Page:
It would be interesting to take a peek down there, though hard to do without contaminating the most pristine body of water on Earth - and contamination in this case might mean the introduction of a few microbes which could wreak havoc with whatever ecosystem might exist down there. The Jet Propulsion Lab has worked on plans for a "cryobot" - a probe that would melt its way down to the lake like an atomic gopher; it would then swim around and see if it could find anything lively. And if by chance it did, then our conception of the sorts of places that life might call home will, once again, have expanded.

Take note, Europa.

The Melting Arctic

The LA Times looks at one of the more terrifying wild cards in the climate cataclysm that continues to bear down on us like a powerful but highly visible and potentially thwartable locomotive.

The trouble is that the Arctic is warming faster than anywhere in the world. And there are tons - literally, hundreds of billions of tons - of global warming gases currently sequestered in the permafrost there. And if the permafrost were to melt, all those gases would be released, which would warm the arctic, which would melt the permafrost, which would release more greenhouse gases... you see the problem. From the article:
Methane (CH4) has at least 20 times the heat-trapping effect of an equivalent amount of carbon dioxide (CO2). As warmer air thaws Arctic soils, as much as 55 billion tons of methane could be released from beneath Siberian lakes alone, according to Walter’s research. That would amount to 10 times the amount currently in the atmosphere...

Today, 20% of Earth's land surface is locked up in a deep freeze. But scientists predict that air temperature in the Arctic is likely to rise as much as 6 degrees Celsius, or 10.8 degrees Fahrenheit, by the end of the century. That is expected to boost the emission of carbon compounds from soils.

The upper 3 meters -- about 10 feet -- of permafrost stores 1.9 trillion tons of carbon, more than double the amount in the atmosphere today, according to a recent study in the journal Bioscience.

"We are seeing thawing down to 5 meters," says geophysicist Vladimir Romanovsky of the University of Alaska. "A third to a half of permafrost is already within a degree to a degree and a half [Celsius] of thawing."

If only 1% of permafrost carbon were to be released each year, that could double the globe's annual carbon emissions, Romanovsky notes. "We are at a tipping point for positive feedback," he warns, referring to a process in which warming spurs emissions, which in turn generate more heat, in an uncontrollable cycle.

It's that positive feedback potential that's so terrifying. Sometimes I like to reassure myself by thinking, well, global warming may leave civilization a crippled wreck, but it's not as af if it will lead to the end of life as we know it. But do we know that for sure? Do we have any sort of grasp on what the upper bound of global warming effects might be? These sorts of positive feedbacks (and there are others, such as the possibility of the Amazon turning into a tinderbox) suggest the possibility that there may be a tipping point beyond which our ability to counter climate change will have evaporated. And no one knows when that day might come.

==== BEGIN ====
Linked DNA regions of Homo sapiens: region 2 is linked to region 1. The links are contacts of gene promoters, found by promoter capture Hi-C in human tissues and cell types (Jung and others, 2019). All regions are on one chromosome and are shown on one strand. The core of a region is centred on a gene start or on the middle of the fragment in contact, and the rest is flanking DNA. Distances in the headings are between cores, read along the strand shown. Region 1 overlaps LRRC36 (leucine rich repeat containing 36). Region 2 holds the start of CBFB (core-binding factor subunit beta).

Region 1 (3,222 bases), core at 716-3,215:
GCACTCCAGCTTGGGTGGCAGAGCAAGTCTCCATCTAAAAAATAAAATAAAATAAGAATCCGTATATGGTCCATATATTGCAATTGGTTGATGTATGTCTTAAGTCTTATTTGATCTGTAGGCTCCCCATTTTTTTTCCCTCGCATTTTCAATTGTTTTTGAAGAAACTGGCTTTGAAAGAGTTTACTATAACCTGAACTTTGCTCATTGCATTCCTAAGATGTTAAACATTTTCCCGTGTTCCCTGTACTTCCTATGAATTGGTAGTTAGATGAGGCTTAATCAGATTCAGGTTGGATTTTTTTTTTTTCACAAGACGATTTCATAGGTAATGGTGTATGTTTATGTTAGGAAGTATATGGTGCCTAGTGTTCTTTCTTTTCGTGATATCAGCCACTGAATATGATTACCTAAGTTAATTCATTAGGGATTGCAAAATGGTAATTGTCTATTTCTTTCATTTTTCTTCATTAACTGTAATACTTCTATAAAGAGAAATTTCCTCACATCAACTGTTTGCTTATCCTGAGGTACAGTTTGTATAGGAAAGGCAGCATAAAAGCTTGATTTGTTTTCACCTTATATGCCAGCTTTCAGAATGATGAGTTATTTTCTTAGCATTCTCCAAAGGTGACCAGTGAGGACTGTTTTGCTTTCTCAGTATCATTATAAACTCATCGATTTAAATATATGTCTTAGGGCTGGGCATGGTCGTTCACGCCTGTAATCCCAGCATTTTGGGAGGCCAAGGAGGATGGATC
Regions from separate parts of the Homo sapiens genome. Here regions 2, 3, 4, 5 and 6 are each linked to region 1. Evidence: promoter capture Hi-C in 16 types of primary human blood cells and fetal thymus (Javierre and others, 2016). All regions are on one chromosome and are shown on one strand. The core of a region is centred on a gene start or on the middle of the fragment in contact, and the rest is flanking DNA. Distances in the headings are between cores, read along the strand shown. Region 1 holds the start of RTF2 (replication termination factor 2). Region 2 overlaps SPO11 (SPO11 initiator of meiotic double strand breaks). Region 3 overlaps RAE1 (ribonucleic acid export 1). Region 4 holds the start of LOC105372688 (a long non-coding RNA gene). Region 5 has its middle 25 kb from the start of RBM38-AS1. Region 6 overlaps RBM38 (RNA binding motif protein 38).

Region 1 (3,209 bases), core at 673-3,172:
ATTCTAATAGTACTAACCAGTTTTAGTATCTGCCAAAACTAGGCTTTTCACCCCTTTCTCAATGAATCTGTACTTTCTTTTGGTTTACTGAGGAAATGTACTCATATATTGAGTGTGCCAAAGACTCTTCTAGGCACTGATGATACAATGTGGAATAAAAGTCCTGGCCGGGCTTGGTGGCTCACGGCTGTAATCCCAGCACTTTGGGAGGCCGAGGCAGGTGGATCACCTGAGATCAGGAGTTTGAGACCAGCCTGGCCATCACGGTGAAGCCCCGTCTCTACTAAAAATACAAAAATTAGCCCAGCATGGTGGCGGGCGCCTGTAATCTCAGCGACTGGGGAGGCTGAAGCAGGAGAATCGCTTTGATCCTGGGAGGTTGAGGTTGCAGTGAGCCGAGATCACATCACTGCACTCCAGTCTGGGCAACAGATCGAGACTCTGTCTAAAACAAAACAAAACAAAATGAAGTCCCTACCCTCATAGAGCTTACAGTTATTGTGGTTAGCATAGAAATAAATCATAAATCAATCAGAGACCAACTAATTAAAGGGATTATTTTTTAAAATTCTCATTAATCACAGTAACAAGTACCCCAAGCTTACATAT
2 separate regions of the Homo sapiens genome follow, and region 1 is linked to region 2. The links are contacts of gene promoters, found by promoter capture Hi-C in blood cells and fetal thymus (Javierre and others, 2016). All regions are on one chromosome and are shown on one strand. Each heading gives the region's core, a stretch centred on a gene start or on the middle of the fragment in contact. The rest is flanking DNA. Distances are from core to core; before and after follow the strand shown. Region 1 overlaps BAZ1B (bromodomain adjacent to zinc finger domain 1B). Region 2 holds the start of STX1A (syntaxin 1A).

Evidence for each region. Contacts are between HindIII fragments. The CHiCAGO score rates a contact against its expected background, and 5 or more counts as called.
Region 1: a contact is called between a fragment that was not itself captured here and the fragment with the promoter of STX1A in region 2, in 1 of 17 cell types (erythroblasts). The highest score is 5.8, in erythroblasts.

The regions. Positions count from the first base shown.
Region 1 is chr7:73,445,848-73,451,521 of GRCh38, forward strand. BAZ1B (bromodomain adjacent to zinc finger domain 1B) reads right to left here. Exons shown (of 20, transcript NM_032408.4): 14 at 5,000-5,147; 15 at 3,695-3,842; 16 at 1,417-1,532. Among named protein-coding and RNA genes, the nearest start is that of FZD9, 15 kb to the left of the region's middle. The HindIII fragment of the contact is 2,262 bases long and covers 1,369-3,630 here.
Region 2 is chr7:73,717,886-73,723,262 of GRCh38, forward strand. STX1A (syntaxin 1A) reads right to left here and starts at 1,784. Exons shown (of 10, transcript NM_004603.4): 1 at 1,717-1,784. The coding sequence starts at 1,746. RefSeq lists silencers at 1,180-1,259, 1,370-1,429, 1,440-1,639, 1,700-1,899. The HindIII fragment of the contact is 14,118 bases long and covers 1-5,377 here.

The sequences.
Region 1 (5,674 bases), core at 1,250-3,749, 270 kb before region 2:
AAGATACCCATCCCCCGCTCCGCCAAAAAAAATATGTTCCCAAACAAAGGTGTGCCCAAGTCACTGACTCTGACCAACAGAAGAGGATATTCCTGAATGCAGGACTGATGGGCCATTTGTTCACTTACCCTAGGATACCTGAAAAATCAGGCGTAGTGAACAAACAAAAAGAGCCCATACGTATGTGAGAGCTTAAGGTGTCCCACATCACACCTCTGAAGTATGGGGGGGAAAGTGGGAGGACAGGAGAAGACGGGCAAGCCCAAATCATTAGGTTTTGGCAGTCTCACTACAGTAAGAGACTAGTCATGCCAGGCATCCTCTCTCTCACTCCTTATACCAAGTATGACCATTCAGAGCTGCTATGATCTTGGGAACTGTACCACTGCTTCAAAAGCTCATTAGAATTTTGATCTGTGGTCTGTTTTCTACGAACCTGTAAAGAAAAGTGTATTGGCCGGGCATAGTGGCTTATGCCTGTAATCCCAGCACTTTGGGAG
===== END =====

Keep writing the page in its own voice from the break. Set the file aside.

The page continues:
Monday, March 9, 2009

The Atheist Map of America

A new survey shows that the US is growing less religious; USA Today maps it.

It's an interactive map that lets you plot the percentages of the states' populations that are Catholic, other Christian, other religions, or belong to no religion for both 1990 and 2008. This image shows the non-religious populations as of 2008.

They're a much larger percentage of the population than they were even one generation ago: 15%, compared to 8% in 1990. That makes them a larger bloc than every other group except Catholics and Baptists. In 1990, fewer than 10% of the population was non-religious in 36 states, not counting Alaska and Hawaii (the least important states, according to this and many other maps); by 2008, that was the case in just 6 states. Oregon was the least religious state in 1990, with 18% claiming no religion; there are now a dozen states above 20%. These numbers are pretty remarkable.

The geographic distribution of non-religion is pretty unsurprising. States in New England and the West are the least religious; states in the South and the Plains are the most religious. The least religious state in the country is now Vermont, where a full 34% of people claim no religion, up from 13% in 1990. At the other end of the spectrum, just 5% of Mississippians claim no religion. Overall, the percentage of the population that calls itself Christian has shrunk by 11%

Through a Map Darkly

Wonderful. Matthew Bloch, the graphics editor at the New York Times, has "a collection of accidents that happened while working on maps and other graphics." Here, for instance, is a "1917 map of Beijing (after trying to use spline-based georeferencing in ArcGIS)."

And something has gone dreadfully wrong with this map of electoral votes:

I can't quite put my finger on it, but there's something disconcertingly plausible about the chaos of these images. You know what I mean? As if the maps weren't just defective representations, but accurate representations for someone who's actually mad.

They're delightful, at any rate.

Sunday, March 8, 2009

New York: New York